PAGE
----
Methotrexate (MTX) is an antifolic drug used in the treatment of immune-mediated and neoplastic diseases. Initiation or dosage changes in MTX therapy can cause mucositis and bone marrow suppression. Skin lesions due to acute MTX toxicity are rare, but they serve as a herald for later-onset pancytopenia. Therefore, identification of those cutaneous lesions might help to initiate rescue strategies at an early stage. Here we describe a case with mucocutaneous ulcerations and pancytopenia due to overdosed MTX.

Methotrexate (MTX) is an antimetabolite drug used for a vast number of conditions. It is an analogue of folic acid and inhibits dihydrofolic acid reductase and thus the synthesis of folic acid. Folic acid is essential for DNA synthesis and repair. MTX reduces cell proliferation and inhibits proliferation of lymphocytes and cytokine synthesis in lower doses [1]. Due to its anti-inflammatory, antiproliferative and antineoplastic properties, MTX is used in the treatment of autoinflammatory and neoplastic diseases, such as rheumatoid arthritis, psoriasis, choriocarcinoma or meningeosis leucaemica. It is also a component of chemotherapy regimens against breast and lung cancer, lymphomas or squamous cell cancer [1, 2].

MTX can induce side effects in several organ systems. Gastrointestinal leading symptoms are nausea, vomiting, ulcerative mucositis, stomatitis and secondary anorexia [3, 4], and sometimes pharyngitis or enteritis and diarrhea [3]. Moreover, it can lead to hepatitis and pneumonitis [2]. Headache, dizziness and fatigue occur as well. Immune dysregulation by MTX leads to fever and increased incidence of infections. In higher MTX doses, bone marrow toxicity causes pancytopenia. Lymphopenia results in an elevated infection risk, involvement of erythro- and thrombocytes produces anemia and risk of hemorrhage. Mucositis and bone marrow toxicity are dose dependent and occur at higher doses. These adverse effects are caused by the inhibitory effect of MTX on the folate synthesis and subsequently on the transmethylation reactions and purine synthesis. They primarily affect highly replicative cells, such as mucosal tissue and blood stem cells [3].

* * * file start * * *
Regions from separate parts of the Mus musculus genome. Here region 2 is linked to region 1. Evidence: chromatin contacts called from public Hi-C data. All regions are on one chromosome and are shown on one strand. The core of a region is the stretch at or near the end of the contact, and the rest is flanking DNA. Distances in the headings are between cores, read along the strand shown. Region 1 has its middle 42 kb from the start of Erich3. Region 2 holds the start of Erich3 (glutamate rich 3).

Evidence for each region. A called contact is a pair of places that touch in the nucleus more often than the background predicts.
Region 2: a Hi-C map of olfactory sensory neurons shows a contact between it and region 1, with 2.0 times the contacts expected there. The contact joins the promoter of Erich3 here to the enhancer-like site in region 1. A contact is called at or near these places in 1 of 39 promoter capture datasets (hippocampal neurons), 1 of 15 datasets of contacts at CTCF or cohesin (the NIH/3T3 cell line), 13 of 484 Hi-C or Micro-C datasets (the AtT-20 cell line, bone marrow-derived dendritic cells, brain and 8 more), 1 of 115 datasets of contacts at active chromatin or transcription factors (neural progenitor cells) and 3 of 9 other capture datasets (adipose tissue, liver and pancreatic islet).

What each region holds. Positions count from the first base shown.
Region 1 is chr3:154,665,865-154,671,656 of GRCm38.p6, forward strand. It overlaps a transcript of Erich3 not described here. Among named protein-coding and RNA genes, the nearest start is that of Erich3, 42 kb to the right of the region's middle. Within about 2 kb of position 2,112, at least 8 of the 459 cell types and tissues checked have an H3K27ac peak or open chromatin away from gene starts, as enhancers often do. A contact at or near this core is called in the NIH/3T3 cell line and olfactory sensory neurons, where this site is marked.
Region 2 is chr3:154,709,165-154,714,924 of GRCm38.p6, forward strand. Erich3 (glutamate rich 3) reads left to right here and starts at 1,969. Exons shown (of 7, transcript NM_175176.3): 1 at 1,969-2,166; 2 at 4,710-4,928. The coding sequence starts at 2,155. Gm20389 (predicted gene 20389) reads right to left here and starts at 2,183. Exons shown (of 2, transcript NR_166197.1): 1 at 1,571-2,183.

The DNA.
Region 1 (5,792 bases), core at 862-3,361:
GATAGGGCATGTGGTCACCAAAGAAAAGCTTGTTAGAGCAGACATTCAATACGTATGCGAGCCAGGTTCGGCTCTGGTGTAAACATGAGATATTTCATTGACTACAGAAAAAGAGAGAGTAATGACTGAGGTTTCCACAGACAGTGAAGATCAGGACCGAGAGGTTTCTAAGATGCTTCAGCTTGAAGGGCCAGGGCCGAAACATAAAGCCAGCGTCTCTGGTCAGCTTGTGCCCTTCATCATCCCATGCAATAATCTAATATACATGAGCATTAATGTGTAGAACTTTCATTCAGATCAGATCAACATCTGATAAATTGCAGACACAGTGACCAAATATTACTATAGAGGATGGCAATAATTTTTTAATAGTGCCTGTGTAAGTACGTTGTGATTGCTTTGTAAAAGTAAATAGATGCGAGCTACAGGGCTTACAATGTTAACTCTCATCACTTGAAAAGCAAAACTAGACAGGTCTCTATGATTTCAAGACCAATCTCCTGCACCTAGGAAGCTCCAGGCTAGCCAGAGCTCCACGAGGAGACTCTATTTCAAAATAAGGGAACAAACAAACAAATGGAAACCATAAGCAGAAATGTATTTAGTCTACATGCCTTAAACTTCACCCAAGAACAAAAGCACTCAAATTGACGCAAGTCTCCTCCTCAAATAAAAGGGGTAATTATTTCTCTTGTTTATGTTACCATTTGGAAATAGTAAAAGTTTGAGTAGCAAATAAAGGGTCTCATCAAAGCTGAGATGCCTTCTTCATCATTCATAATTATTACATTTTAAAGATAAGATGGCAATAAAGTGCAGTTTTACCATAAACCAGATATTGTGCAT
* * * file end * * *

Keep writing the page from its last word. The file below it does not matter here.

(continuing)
The side effects of MTX therapy on the skin are manifold. They include mild reactions such as pruritus, urticaria, ecchymosis and reversible alopecia, and severe ones, such as acute ulcerations of psoriatic plaques, erosions of the mucosa, reactivation of phototoxic responses and toxic epidermal necrolysis [3]. Mucositis and mucosal erosions are caused by the suppressive effect of MTX on cell proliferation. As highly replicative cells are affected more severely than cells of non-proliferative or weakly proliferative tissues [1], mucositis is one of the most common side effects of high-dose MTX therapy.

In patients with psoriasis, Lawrence and Dahl [5] described two manifestations of MTX toxicity: type 1 and type 2 ulcerations. Type 1 ulcerations are superficial erosions on pre-existing psoriatic plaques. Type 2 ulcerations are deeper ulcerations of non-psoriatic skin and are rare. In the original cohort, type 2 ulcerations appeared only on skin previously affected by other pathologies [5]. Recently, the development of MTX-induced type 2 ulcerations has also been described on healthy skin [4, 6]. Histological findings of both type 1 and type 2 ulcers suggest a direct toxic effect of MTX on the epidermis [4], probably through induction of apoptosis in keratinocytes [7]. After discontinuation of MTX, ulcerations heal rapidly. Previous publications report a complete recovery within 10 days of stopping MTX [4]. However, cases with a fatal outcome after MTX-induced ulcerations and pancytopenia have also been described [4, 8].

MTX can be administered orally or parenterally. In human plasma, over 50% of MTX is bound to albumin [2, 3]. It can be displaced by other medications with high plasma protein binding. For example, concomitant ingestion of NSARs, sulfonamides, retinoids, tetracyclines and salicylates raises serum levels of MTX [3, 8]. MTX is mainly excreted by glomerular filtration in the kidneys, only a minor portion is metabolized in the liver [2]. Consequently, renal impairment and low GFR may lead to accumulation, to higher blood levels and to toxicity [3]. Simultaneous administration of other medications that affect renal function may also interfere with MTX elimination. For example, NSAIDs, several antibiotics, sulfonamides and probenecid might lead to MTX accumulation in that way [8]. To detect MTX-induced organ toxicity at an early stage, monitoring of the blood cell count and of the liver enzymes is recommended at 1, 2, 3, 4, 5 and 12 weeks, and then every 3 months [9].

If MTX toxicity is suspected, its administration should be stopped at once and rescue measures must be initiated. Leucovorin, the biologically active S-form of racemate folic acid, should be administered intravenously every 6 h [1]. It replenishes the intracellular levels of reduced folate bypassing the dihydrofolic acid reductase and provides substrates needed for purine and thymidylate synthesis [2]. In order to increase MTX excretion, the patient should be well hydrated and sodium-bicarbonate should be administered for urine alkalization. MTX is poorly soluble in acidic solutions, so raising the urinary pH increases its excretion [2].